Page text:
The world's wetlands form a unique environment for natural species, but due to their fragility they are evermore under pressure. The study of the environment and the change elements which affect them are the core of this application area.
Water mission extends its talents to carbon
22 March 2013
ESA's SMOS satellite is not only proving its worth by mapping soil moisture and ocean salinity, this multifaceted satellite has now shown that it can 'see' through vegetation to monitor wetlands for a better understanding of Earth's carbon cycle.
It is widely appreciated that wetlands are important resources of freshwater and are rich in biodiversity.
However, it is less well known that wetlands also emit large quantities of methane - in fact, they contribute more methane to the atmosphere than any other natural source. Wetlands can also be both sources and sinks of carbon.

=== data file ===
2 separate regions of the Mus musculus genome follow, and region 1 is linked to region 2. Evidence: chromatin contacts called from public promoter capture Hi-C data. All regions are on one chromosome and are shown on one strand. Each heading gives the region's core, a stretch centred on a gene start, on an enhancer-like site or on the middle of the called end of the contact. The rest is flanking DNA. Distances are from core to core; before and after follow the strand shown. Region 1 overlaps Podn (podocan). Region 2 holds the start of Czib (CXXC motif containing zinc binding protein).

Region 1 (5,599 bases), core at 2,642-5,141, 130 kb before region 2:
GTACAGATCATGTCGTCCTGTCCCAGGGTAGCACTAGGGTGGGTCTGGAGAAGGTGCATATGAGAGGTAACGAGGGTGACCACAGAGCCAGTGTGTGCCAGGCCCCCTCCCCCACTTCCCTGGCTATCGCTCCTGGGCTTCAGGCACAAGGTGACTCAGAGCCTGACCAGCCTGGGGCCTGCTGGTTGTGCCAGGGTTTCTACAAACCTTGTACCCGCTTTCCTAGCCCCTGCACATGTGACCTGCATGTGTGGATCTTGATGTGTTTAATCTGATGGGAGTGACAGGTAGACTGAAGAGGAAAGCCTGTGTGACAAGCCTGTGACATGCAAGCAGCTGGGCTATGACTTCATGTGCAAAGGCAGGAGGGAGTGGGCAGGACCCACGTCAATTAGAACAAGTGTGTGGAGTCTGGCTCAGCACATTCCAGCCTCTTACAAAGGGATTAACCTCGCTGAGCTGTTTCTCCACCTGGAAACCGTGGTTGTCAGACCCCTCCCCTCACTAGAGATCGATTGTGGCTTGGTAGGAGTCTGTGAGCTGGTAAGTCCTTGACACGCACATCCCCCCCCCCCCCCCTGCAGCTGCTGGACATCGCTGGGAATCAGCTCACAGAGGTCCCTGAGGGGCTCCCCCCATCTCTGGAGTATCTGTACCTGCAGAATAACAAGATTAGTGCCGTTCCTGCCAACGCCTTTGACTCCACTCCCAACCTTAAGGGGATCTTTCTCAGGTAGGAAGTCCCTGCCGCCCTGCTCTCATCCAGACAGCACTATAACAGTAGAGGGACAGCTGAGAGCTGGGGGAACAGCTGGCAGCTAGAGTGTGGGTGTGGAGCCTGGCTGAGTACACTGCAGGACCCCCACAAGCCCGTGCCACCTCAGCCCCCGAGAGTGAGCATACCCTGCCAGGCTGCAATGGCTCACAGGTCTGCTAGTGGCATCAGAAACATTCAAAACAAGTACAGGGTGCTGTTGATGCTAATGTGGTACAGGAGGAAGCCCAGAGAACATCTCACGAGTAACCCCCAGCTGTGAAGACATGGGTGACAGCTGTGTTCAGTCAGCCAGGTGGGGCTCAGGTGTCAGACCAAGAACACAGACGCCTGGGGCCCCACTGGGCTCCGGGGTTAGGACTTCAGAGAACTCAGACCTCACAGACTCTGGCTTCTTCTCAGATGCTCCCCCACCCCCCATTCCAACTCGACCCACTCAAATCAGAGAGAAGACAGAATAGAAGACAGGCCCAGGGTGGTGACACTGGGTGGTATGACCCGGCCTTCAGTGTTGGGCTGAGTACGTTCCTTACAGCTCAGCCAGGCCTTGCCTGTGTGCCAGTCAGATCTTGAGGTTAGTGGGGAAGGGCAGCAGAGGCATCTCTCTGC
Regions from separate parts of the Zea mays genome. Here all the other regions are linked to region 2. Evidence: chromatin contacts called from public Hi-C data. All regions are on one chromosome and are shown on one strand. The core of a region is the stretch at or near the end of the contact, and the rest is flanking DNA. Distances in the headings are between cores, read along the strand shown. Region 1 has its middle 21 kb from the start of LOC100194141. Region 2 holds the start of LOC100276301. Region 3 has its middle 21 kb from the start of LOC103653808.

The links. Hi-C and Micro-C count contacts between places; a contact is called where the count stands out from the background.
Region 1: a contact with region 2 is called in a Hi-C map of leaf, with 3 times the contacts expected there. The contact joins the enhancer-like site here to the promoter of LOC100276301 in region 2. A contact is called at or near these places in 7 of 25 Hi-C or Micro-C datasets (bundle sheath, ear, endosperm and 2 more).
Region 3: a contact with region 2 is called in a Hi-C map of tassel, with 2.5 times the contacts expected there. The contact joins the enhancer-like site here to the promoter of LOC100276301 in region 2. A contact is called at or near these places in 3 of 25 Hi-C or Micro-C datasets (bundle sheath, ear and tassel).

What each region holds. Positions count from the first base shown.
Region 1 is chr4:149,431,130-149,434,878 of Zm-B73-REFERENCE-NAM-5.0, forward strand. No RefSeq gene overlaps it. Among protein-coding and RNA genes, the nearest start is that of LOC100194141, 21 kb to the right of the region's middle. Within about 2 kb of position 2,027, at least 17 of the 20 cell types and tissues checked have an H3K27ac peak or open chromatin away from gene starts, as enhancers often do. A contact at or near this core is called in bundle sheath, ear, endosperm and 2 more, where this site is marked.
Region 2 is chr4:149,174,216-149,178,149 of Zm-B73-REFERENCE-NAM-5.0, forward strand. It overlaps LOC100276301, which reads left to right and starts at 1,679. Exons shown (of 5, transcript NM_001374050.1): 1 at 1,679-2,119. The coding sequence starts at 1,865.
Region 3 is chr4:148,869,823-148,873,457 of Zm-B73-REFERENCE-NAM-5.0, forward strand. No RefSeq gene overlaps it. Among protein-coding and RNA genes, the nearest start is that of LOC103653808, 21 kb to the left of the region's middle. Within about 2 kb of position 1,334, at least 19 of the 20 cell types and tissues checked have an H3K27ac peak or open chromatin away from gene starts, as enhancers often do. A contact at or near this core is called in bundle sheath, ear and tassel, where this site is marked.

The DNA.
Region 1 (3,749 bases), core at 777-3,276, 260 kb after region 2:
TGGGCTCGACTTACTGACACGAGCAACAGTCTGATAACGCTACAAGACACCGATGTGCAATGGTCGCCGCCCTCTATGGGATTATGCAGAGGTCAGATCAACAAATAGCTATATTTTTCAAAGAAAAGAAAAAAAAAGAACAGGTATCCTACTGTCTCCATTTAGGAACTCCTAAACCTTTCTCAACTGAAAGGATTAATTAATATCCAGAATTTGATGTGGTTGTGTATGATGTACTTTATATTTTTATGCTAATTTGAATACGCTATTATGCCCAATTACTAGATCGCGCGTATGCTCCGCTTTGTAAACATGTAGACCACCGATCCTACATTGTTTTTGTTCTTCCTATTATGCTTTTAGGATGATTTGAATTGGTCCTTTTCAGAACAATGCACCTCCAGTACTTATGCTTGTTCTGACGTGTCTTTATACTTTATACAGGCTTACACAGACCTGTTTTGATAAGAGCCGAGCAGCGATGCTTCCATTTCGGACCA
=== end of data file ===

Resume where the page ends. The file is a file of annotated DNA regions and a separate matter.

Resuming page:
Although there is less methane in the atmosphere than carbon dioxide, methane is a much more powerful greenhouse gas. It is estimated that atmospheric methane was responsible for about 20% of the rise in global temperatures last century.
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